Landmark status leaves future uncertain for old Naperville library
A plan to preserve the old Nichols Library in Naperville by moving it appears unlikely after the city council voted to designate the building a local landmark, Mayor Steve Chirico said Wednesday.
But he and the building's owner say they aren't giving up and are investigating options for the 119-year-old building's future.
"I still want to try to find that right fit," Chirico said.
Exactly what that might be is unclear after the council's late-night, 6-3 vote to make the city's first public library its fourth local landmark.
An additional layer of review comes with landmark status, requiring all exterior changes visible from the street to receive a certificate of appropriateness from the city's historic preservation commission.
That will make the compromise Chirico and property owner Dwight Avram had in mind difficult, the mayor said.
The difficulty comes down to funding.
With landmark status in effect, Chirico said the historic preservation commission effectively controls the future of the well-loved building, which served as Naperville's library from 1898 to 1986.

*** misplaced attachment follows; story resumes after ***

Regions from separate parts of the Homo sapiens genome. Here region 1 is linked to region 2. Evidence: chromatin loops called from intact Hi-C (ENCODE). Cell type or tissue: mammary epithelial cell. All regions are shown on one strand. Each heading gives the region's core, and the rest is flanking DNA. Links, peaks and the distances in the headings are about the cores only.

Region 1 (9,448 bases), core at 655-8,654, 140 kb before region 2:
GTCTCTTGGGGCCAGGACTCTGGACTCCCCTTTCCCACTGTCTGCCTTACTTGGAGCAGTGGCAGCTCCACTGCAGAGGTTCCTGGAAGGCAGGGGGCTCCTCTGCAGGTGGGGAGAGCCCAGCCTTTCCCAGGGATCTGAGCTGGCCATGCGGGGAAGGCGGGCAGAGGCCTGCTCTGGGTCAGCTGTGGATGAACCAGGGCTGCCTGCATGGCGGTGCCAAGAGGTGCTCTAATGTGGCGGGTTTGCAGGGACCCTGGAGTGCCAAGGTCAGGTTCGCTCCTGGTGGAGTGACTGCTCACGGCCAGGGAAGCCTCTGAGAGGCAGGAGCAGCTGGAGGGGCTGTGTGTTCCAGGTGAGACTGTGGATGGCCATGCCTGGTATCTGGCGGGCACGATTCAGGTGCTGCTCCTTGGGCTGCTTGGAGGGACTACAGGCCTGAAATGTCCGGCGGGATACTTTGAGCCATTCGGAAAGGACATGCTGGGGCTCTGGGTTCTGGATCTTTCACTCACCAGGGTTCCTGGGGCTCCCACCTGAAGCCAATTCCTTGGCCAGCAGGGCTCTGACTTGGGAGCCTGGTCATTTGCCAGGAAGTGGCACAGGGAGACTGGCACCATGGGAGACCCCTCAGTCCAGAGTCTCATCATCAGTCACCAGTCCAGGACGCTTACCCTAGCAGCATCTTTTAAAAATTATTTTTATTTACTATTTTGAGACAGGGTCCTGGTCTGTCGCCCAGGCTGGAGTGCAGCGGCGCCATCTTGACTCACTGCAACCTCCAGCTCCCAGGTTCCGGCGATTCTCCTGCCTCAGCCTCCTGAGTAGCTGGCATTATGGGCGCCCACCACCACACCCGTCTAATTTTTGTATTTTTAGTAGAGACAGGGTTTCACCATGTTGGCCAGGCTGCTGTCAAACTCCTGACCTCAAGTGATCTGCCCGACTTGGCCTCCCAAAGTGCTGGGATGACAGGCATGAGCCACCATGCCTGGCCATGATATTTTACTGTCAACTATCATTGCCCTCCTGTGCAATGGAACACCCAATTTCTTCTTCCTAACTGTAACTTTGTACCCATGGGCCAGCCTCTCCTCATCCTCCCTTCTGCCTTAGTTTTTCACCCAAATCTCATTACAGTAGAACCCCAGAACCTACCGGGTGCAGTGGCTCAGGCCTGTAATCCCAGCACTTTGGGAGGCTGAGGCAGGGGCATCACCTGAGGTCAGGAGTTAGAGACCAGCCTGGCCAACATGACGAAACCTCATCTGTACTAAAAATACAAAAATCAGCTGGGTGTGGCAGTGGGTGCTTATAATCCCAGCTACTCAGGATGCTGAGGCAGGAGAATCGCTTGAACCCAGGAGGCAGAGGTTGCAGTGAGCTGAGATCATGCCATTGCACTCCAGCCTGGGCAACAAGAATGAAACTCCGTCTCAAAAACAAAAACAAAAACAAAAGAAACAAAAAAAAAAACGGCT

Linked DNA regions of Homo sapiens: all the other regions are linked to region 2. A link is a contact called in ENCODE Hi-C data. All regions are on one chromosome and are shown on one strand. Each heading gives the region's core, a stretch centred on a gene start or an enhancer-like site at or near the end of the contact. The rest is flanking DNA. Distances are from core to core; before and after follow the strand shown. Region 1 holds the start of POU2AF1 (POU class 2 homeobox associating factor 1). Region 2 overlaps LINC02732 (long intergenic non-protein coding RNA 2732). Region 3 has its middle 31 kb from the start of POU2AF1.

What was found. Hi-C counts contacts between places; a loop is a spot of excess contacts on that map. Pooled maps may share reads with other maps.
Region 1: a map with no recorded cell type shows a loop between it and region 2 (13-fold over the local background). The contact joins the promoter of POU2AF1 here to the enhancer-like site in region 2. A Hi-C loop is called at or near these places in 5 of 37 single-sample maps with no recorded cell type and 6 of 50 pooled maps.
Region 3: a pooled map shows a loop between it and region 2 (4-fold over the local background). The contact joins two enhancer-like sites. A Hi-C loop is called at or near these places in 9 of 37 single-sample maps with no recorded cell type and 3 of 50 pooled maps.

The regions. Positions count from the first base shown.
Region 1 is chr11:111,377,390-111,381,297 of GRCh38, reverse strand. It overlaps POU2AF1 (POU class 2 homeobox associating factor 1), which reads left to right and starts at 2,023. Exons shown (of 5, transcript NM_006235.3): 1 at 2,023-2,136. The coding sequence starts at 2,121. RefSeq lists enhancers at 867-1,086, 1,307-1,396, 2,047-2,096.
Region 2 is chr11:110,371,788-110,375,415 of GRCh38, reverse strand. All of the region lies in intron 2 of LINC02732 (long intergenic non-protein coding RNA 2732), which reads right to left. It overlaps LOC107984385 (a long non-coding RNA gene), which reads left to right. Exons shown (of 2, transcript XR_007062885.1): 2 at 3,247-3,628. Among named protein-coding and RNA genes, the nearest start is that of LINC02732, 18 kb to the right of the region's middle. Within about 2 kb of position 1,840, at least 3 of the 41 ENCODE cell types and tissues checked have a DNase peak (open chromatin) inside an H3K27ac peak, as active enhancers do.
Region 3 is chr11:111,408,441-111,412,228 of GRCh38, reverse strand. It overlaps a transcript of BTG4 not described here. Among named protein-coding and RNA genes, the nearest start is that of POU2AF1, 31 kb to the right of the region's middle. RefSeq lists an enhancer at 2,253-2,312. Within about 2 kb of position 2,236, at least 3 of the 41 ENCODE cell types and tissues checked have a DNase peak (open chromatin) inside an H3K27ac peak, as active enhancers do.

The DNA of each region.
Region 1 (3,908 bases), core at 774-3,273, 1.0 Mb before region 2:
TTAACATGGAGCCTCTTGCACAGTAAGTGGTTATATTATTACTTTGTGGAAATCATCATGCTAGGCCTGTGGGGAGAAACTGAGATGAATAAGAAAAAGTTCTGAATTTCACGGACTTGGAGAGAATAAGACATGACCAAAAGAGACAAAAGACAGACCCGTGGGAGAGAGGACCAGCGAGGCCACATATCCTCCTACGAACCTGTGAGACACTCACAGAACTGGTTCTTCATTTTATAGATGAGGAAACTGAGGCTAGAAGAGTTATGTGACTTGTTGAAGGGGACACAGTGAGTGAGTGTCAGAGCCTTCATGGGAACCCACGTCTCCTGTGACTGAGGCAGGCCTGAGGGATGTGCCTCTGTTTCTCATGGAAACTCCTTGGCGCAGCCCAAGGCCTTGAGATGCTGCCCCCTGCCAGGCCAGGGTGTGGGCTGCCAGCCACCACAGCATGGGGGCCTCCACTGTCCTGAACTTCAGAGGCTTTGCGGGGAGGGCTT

And with a board of volunteer history buffs in charge, Chirico said banks could be disinclined to loan money to a prospective buyer of the building "because the fate of the building is in the hands of others."
The prospective buyer who had been identified to take over the old library if it were moved would need a loan, Chirico said. So that idea, which could have relocated the old library next to the new one on a grassy lawn at 200 W. Jefferson Ave., has been scrapped.
Avram spokeswoman Deb Newman said Wednesday the builder is disappointed and disagrees with the council's vote to landmark the old library. She said Avram, who on Tuesday withdrew plans to redevelop the site at 110 S. Washington St. into a mixed-use center called Nichols Place, is looking into other options for what to do with the building.
But now the incentive to compromise is gone, Chirico said.
"The historic preservation commission holds all the cards," he said. "It's really the property owner meeting their demands. It's not like meeting in the middle."
The landmark vote was a win for a grass-roots group of preservationists called Save Old Nichols. The group, led by landmark application writers Charlie Wilkins and Barb Hower, sent an email to supporters Wednesday morning celebrating the vote but saying decisions about how to address the building's future are "a matter for another day."